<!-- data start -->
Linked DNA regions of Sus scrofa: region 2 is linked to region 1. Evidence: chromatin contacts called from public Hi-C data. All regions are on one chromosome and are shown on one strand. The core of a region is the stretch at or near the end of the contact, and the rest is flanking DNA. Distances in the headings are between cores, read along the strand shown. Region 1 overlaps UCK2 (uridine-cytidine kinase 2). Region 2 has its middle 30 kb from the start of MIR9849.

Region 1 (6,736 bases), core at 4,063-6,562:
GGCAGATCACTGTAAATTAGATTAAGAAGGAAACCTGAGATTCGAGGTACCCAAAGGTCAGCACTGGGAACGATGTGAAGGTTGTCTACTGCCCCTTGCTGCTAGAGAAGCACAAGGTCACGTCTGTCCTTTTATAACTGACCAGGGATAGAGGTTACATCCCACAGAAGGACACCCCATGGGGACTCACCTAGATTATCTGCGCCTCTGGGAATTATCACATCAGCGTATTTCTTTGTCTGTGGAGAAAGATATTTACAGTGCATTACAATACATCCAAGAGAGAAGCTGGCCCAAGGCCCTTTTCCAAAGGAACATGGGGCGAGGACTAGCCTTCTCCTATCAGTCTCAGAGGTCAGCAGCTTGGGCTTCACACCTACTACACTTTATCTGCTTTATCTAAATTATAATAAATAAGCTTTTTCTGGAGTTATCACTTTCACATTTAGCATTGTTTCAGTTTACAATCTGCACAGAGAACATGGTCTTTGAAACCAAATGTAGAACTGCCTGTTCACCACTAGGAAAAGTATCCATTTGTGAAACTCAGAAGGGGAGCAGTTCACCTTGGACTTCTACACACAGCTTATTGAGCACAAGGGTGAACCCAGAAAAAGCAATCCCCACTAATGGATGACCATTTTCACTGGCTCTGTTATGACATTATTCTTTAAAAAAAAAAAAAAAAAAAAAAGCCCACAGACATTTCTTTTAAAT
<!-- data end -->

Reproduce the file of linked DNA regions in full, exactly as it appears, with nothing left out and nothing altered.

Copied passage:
Linked DNA regions of Sus scrofa: region 2 is linked to region 1. Evidence: chromatin contacts called from public Hi-C data. All regions are on one chromosome and are shown on one strand. The core of a region is the stretch at or near the end of the contact, and the rest is flanking DNA. Distances in the headings are between cores, read along the strand shown. Region 1 overlaps UCK2 (uridine-cytidine kinase 2). Region 2 has its middle 30 kb from the start of MIR9849.

Region 1 (6,736 bases), core at 4,063-6,562:
GGCAGATCACTGTAAATTAGATTAAGAAGGAAACCTGAGATTCGAGGTACCCAAAGGTCAGCACTGGGAACGATGTGAAGGTTGTCTACTGCCCCTTGCTGCTAGAGAAGCACAAGGTCACGTCTGTCCTTTTATAACTGACCAGGGATAGAGGTTACATCCCACAGAAGGACACCCCATGGGGACTCACCTAGATTATCTGCGCCTCTGGGAATTATCACATCAGCGTATTTCTTTGTCTGTGGAGAAAGATATTTACAGTGCATTACAATACATCCAAGAGAGAAGCTGGCCCAAGGCCCTTTTCCAAAGGAACATGGGGCGAGGACTAGCCTTCTCCTATCAGTCTCAGAGGTCAGCAGCTTGGGCTTCACACCTACTACACTTTATCTGCTTTATCTAAATTATAATAAATAAGCTTTTTCTGGAGTTATCACTTTCACATTTAGCATTGTTTCAGTTTACAATCTGCACAGAGAACATGGTCTTTGAAACCAAATGTAGAACTGCCTGTTCACCACTAGGAAAAGTATCCATTTGTGAAACTCAGAAGGGGAGCAGTTCACCTTGGACTTCTACACACAGCTTATTGAGCACAAGGGTGAACCCAGAAAAAGCAATCCCCACTAATGGATGACCATTTTCACTGGCTCTGTTATGACATTATTCTTTAAAAAAAAAAAAAAAAAAAAAAGCCCACAGACATTTCTTTTAAAT